• Published on | Jul 16, 2013 | by Chris Osborn

Me Grimlock!

A couple of days ago I decided to visit Surplus Stuff in Sacramento for the first time. Since I've been on this retro computing kick I thought it might be fun to check out what they had and see if they had anything interesting. Found a lot of really old stuff along with stuff that was only 5-10 years old. They're not as big as Weird Stuff in Sunnyvale, but it was still a fun trip.

A stack of HP9000/300 computers Something that caught my eye while wandering around was a pile of HP 9000 computers. Back when I worked at Napa Valley College we had a rack mount HP 9000. It was old and slow, but it had a ton of serial ports that we used to hook to all the HP Terminals that were scattered around the entire science building. Because of how slow it was, and how brain damaged HP-UX was, it got named Grimlock.

I tried to convince myself that I didn't need an HP 9000 since it wasn't really that interesting, but nostalgia won out and I ended up buying it. I also found a 9153B 20MB hard drive that I bought too.

Once I got it home I did some searching to see what it was I had just purchased. I wasn't sure how I was going to do anything with it since I don't have a copy of HP-UX and I likely didn't have a hard drive to hook to it anyway.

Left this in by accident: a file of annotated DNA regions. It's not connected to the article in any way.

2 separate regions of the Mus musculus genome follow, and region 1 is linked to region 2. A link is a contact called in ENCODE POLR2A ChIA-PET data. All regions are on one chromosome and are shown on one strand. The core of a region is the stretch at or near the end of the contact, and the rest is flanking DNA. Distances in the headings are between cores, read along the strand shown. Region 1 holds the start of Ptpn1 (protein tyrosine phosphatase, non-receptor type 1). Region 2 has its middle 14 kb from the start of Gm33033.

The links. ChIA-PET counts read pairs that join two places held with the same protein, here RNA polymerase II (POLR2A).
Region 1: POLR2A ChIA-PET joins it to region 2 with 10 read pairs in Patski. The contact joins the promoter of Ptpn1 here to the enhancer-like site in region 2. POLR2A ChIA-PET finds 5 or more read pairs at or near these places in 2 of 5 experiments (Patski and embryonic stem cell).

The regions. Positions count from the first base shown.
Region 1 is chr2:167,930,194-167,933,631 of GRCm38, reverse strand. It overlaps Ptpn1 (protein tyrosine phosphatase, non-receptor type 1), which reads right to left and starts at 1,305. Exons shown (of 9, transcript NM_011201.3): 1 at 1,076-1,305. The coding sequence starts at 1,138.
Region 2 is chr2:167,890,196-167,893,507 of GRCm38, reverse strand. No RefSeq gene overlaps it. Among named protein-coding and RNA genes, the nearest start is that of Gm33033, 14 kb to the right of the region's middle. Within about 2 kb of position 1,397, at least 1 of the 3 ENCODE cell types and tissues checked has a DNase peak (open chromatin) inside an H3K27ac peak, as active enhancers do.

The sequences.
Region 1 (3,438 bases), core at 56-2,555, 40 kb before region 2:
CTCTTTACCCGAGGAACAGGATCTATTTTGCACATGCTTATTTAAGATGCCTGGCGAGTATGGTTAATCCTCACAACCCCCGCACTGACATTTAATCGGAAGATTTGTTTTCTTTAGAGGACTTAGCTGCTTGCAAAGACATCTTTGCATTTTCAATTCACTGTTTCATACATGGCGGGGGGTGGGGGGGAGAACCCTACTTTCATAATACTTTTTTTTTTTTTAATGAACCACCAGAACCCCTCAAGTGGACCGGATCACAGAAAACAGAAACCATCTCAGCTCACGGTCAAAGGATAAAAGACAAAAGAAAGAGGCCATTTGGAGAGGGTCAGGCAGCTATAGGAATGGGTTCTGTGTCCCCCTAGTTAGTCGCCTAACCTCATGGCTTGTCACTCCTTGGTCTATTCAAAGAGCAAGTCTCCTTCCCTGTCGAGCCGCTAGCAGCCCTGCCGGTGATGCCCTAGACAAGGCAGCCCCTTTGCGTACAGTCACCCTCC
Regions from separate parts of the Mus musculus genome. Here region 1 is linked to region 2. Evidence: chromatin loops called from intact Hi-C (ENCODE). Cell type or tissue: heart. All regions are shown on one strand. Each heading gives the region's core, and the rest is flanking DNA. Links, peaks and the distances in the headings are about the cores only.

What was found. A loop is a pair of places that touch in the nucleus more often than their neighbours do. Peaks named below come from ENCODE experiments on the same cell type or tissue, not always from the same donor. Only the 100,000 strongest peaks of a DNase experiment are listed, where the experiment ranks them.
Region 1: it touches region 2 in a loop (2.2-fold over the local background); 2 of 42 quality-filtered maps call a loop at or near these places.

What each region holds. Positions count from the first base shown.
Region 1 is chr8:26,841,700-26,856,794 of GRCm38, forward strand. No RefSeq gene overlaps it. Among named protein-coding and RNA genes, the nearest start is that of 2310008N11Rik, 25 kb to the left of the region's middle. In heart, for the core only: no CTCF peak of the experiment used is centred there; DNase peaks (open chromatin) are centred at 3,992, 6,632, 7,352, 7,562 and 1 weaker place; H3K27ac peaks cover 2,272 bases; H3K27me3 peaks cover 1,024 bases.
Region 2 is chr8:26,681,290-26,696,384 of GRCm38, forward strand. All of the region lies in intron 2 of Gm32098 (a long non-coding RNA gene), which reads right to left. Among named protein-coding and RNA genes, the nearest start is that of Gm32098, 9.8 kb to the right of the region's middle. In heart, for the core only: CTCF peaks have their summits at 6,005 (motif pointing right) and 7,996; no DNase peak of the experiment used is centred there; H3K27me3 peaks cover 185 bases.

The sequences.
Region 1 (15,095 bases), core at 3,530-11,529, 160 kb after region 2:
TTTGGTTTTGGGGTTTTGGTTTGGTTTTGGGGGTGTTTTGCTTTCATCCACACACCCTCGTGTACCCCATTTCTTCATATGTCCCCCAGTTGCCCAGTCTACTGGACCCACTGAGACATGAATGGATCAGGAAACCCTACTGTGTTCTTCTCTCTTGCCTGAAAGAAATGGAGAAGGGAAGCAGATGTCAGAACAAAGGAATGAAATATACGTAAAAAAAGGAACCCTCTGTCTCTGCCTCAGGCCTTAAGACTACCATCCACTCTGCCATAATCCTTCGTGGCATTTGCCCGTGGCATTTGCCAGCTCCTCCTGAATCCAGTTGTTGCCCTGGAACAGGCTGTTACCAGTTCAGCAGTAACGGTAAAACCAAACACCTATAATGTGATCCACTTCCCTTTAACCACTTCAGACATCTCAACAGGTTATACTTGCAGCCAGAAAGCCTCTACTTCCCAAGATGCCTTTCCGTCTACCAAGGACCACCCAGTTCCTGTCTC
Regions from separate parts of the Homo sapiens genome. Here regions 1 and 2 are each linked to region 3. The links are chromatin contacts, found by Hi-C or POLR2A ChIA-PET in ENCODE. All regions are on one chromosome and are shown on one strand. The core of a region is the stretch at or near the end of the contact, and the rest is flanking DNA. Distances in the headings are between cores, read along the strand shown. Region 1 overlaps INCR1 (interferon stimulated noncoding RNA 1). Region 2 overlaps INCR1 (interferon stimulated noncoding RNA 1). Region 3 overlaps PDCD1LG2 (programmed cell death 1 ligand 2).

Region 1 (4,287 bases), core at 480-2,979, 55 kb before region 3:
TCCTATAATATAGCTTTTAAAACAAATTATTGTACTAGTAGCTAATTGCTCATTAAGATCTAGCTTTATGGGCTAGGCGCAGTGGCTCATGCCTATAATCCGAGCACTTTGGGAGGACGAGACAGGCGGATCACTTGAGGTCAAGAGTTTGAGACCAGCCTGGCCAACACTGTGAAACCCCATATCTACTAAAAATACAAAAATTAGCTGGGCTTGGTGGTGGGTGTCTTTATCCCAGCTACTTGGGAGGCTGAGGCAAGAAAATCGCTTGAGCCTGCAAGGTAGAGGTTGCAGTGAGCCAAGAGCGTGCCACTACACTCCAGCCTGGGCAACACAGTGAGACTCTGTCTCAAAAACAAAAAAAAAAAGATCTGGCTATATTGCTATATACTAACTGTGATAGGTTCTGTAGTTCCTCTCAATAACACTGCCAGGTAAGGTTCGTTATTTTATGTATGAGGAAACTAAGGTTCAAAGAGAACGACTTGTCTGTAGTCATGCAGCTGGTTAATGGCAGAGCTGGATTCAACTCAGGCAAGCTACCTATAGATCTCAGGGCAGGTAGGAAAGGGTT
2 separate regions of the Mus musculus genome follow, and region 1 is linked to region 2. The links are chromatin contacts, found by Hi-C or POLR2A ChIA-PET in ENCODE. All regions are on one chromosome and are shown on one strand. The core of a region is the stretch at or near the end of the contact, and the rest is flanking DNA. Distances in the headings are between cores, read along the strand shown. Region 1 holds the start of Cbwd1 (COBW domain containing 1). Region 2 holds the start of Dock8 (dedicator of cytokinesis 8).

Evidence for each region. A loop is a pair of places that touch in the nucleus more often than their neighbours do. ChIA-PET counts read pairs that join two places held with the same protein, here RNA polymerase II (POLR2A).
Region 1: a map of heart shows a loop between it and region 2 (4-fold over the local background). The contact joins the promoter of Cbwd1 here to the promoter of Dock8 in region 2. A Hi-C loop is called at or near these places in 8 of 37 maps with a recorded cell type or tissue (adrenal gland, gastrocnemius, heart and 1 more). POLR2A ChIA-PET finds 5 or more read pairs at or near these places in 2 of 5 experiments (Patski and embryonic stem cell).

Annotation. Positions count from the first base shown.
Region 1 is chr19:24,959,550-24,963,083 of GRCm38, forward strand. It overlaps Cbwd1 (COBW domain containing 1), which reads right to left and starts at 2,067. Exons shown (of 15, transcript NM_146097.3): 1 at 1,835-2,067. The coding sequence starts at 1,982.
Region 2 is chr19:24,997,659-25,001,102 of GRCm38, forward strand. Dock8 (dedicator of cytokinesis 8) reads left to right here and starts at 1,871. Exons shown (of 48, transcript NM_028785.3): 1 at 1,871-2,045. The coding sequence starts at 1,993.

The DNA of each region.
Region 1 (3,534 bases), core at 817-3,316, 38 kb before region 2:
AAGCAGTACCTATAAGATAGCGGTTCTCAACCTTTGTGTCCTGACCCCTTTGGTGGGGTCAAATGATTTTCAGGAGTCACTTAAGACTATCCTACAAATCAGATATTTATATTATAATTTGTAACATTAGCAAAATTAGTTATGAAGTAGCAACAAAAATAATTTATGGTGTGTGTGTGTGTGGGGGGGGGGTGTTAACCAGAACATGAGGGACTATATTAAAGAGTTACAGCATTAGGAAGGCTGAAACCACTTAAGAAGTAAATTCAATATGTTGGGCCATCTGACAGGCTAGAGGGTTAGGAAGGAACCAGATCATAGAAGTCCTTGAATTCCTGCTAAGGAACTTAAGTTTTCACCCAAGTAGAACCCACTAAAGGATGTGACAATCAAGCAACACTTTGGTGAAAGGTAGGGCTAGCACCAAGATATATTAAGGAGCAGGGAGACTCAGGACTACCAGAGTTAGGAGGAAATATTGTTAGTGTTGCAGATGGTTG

I found some information though that NetBSD had been ported to the series 300, and it even appeared that the current version might run. There was also information about switching the computer to use a serial console which was great since I don't have a Sync-on-Green monitor or an HP-HIL keyboard.

After I got the serial console working I hooked up the 9153B disk, and it did actually see it and try to boot from it. But it sounded awful and it came back with a read error.

I read over the diskless/netboot guide for NetBSD and it didn't seem too bad.

NetBSD 6.1 wouldn't boot though. Looking at the date on the guide, it turns out it was really old. I hunted down a copy of NetBSD 1.4.3 and followed the guide, and I almost had it working. I had to add an alias to my Linux box because after the kernel boots, it sends out another broadcast to find the bootparam server again. For some reason it sends it out on the broadcast address of the class size, not the netmask size. Once I added the alias, it worked!

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